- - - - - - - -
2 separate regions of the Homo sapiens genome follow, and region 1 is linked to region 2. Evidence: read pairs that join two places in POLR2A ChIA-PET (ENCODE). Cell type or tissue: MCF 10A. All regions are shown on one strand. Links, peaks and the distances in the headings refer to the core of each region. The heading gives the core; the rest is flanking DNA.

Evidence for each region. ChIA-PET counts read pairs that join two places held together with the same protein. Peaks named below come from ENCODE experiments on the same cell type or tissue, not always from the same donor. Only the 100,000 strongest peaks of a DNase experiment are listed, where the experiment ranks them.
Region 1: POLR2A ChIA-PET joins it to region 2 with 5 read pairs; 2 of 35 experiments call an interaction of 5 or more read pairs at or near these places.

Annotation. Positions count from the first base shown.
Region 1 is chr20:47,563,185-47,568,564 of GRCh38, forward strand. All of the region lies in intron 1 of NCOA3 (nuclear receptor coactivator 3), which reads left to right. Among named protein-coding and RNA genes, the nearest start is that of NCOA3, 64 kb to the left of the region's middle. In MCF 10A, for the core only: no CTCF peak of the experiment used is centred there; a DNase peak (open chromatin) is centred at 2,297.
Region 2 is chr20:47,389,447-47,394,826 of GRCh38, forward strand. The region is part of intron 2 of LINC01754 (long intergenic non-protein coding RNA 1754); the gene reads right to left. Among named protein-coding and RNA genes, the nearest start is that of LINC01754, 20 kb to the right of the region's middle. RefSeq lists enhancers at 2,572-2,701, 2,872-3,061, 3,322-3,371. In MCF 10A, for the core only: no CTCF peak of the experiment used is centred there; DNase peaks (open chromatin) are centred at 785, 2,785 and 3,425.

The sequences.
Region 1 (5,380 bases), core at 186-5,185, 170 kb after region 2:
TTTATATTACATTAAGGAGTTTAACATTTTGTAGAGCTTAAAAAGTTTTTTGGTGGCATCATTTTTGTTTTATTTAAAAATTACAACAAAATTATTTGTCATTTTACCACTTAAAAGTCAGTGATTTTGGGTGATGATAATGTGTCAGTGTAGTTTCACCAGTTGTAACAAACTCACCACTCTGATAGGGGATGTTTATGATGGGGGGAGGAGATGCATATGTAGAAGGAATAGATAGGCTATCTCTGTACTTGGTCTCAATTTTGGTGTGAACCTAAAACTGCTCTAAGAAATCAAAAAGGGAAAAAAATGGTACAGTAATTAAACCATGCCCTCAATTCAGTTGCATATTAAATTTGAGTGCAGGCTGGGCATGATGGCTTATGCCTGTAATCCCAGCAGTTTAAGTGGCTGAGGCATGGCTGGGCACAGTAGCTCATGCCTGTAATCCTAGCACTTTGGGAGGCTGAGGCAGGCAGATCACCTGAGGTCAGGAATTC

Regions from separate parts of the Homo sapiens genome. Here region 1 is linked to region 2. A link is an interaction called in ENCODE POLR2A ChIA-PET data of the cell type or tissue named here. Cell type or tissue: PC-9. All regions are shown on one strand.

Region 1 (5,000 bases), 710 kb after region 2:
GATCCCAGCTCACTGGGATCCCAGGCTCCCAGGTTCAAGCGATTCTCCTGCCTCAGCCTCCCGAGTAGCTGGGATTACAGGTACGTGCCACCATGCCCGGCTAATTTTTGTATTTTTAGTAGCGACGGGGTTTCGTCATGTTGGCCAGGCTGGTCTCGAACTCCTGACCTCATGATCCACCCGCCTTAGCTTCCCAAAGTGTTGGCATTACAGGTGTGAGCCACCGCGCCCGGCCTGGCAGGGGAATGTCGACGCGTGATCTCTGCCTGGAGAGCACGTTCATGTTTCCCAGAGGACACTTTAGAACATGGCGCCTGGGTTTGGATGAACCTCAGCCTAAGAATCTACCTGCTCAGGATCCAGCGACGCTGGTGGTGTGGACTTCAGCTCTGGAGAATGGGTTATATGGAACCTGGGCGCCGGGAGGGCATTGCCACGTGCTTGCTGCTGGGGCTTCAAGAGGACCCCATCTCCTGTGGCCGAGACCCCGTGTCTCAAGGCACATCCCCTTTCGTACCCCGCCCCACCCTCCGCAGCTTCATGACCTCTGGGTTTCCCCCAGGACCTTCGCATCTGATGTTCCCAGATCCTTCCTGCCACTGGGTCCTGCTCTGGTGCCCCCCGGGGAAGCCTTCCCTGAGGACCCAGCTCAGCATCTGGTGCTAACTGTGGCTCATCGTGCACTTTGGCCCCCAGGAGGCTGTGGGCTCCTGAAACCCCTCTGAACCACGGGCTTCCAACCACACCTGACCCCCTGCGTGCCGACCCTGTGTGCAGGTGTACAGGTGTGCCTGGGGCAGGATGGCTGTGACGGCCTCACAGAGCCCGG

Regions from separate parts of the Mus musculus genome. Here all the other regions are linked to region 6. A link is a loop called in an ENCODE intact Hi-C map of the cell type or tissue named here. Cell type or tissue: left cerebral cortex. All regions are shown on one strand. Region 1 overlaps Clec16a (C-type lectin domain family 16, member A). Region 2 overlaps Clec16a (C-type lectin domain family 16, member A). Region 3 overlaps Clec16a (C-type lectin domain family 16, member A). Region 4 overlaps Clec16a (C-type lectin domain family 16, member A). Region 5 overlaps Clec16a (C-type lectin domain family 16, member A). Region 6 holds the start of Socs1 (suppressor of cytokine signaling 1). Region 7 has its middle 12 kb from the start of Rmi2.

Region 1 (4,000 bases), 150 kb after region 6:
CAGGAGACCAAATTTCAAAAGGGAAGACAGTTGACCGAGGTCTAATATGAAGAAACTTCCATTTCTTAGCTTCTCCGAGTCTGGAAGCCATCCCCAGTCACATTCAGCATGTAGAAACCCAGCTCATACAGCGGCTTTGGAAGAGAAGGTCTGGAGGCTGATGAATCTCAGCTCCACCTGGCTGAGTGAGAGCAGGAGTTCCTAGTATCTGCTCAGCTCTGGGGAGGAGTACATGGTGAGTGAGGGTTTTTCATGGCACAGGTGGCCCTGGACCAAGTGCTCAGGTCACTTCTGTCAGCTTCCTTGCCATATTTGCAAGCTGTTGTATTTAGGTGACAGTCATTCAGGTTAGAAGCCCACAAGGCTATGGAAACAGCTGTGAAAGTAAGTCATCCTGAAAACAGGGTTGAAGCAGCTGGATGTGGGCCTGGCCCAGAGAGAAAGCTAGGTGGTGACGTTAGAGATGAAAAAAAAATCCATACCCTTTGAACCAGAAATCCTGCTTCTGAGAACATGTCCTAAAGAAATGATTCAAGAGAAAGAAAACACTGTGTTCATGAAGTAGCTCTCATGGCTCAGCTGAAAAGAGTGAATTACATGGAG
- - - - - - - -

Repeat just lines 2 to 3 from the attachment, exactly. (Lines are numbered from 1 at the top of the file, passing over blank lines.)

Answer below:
Evidence for each region. ChIA-PET counts read pairs that join two places held together with the same protein. Peaks named below come from ENCODE experiments on the same cell type or tissue, not always from the same donor. Only the 100,000 strongest peaks of a DNase experiment are listed, where the experiment ranks them.
Region 1: POLR2A ChIA-PET joins it to region 2 with 5 read pairs; 2 of 35 experiments call an interaction of 5 or more read pairs at or near these places.